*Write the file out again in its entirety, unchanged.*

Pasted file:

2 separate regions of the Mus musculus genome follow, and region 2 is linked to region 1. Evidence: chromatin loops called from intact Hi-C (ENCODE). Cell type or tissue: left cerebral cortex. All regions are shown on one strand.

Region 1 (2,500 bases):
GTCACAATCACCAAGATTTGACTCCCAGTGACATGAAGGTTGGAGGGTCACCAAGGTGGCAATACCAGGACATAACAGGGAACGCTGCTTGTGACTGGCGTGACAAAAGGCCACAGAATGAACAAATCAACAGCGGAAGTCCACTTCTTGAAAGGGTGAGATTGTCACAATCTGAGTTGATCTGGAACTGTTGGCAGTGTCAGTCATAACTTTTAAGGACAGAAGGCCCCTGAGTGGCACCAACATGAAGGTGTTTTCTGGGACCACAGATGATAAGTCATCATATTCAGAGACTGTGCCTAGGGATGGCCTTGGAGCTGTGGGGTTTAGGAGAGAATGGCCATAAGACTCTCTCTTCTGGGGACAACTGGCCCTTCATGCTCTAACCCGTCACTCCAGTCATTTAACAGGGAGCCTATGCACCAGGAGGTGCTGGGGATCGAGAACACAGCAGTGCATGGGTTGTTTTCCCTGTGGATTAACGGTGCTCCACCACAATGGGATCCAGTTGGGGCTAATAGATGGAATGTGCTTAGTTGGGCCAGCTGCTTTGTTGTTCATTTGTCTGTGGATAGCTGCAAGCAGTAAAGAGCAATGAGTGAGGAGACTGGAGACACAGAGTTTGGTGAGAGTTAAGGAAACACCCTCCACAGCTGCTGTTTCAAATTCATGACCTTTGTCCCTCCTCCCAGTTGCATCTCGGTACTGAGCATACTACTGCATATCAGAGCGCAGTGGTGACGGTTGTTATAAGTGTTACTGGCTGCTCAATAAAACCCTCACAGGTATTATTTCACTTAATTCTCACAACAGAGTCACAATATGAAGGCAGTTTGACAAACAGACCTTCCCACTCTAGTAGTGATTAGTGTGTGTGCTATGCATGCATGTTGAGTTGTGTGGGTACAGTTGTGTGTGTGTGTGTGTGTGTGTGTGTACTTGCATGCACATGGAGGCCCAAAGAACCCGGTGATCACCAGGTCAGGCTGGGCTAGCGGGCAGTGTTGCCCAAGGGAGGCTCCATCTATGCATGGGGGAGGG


2 separate regions of the Mus musculus genome follow, and region 2 is linked to region 1. Evidence: chromatin loops called from intact Hi-C (ENCODE). Cell type or tissue: left cerebral cortex. All regions are shown on one strand.

Region 1 (2,500 bases):
GTCACAATCACCAAGATTTGACTCCCAGTGACATGAAGGTTGGAGGGTCACCAAGGTGGCAATACCAGGACATAACAGGGAACGCTGCTTGTGACTGGCGTGACAAAAGGCCACAGAATGAACAAATCAACAGCGGAAGTCCACTTCTTGAAAGGGTGAGATTGTCACAATCTGAGTTGATCTGGAACTGTTGGCAGTGTCAGTCATAACTTTTAAGGACAGAAGGCCCCTGAGTGGCACCAACATGAAGGTGTTTTCTGGGACCACAGATGATAAGTCATCATATTCAGAGACTGTGCCTAGGGATGGCCTTGGAGCTGTGGGGTTTAGGAGAGAATGGCCATAAGACTCTCTCTTCTGGGGACAACTGGCCCTTCATGCTCTAACCCGTCACTCCAGTCATTTAACAGGGAGCCTATGCACCAGGAGGTGCTGGGGATCGAGAACACAGCAGTGCATGGGTTGTTTTCCCTGTGGATTAACGGTGCTCCACCACAATGGGATCCAGTTGGGGCTAATAGATGGAATGTGCTTAGTTGGGCCAGCTGCTTTGTTGTTCATTTGTCTGTGGATAGCTGCAAGCAGTAAAGAGCAATGAGTGAGGAGACTGGAGACACAGAGTTTGGTGAGAGTTAAGGAAACACCCTCCACAGCTGCTGTTTCAAATTCATGACCTTTGTCCCTCCTCCCAGTTGCATCTCGGTACTGAGCATACTACTGCATATCAGAGCGCAGTGGTGACGGTTGTTATAAGTGTTACTGGCTGCTCAATAAAACCCTCACAGGTATTATTTCACTTAATTCTCACAACAGAGTCACAATATGAAGGCAGTTTGACAAACAGACCTTCCCACTCTAGTAGTGATTAGTGTGTGTGCTATGCATGCATGTTGAGTTGTGTGGGTACAGTTGTGTGTGTGTGTGTGTGTGTGTGTGTACTTGCATGCACATGGAGGCCCAAAGAACCCGGTGATCACCAGGTCAGGCTGGGCTAGCGGGCAGTGTTGCCCAAGGGAGGCTCCATCTATGCATGGGGGAGGG